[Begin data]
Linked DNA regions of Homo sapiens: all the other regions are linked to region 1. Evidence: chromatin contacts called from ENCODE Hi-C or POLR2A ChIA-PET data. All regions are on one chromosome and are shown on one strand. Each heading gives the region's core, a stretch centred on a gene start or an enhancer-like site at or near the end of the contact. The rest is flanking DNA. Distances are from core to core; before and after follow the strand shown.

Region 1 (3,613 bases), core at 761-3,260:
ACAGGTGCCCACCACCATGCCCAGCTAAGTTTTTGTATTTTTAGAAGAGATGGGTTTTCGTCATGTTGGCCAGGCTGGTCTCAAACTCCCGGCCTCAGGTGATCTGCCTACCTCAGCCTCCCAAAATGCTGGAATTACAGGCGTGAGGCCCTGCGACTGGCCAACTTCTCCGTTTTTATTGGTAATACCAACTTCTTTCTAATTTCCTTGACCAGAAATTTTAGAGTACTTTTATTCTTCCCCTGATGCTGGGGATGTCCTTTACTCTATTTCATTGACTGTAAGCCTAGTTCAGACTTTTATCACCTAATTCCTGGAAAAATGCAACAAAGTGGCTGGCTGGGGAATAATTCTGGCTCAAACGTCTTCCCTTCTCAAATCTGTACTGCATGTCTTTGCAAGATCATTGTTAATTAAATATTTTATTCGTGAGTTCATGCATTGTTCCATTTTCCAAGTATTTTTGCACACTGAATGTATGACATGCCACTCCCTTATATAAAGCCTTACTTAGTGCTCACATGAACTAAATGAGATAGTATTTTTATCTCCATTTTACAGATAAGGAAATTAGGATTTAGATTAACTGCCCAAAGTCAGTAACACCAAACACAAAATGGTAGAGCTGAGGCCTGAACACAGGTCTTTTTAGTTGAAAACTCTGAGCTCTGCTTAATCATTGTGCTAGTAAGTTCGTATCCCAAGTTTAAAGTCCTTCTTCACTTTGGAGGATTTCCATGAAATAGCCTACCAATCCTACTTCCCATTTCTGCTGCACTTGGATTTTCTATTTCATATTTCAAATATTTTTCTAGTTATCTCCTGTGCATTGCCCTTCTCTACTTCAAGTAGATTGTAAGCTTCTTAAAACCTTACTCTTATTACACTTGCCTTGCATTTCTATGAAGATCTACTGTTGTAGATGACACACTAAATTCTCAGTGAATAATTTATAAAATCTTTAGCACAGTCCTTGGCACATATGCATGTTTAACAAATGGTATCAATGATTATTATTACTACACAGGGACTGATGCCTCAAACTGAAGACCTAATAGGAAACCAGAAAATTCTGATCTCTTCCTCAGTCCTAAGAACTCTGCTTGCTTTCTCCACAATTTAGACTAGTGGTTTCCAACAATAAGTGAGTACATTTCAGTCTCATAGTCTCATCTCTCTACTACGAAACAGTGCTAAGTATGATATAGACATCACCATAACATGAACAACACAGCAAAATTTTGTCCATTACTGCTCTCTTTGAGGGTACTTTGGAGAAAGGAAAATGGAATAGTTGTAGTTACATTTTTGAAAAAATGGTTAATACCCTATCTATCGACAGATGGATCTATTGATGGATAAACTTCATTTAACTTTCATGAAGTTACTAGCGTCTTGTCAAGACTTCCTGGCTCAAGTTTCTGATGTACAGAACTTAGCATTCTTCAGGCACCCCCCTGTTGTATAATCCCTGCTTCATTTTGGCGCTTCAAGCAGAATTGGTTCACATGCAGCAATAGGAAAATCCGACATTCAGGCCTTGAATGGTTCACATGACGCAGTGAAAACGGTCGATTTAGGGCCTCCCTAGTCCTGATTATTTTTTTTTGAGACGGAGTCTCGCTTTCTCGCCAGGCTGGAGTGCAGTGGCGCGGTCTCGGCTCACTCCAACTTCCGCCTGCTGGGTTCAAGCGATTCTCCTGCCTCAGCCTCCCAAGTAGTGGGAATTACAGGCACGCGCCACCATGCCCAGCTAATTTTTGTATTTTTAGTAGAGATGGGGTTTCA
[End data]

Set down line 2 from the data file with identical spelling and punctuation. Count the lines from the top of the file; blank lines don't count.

Region 1 (3,613 bases), core at 761-3,260: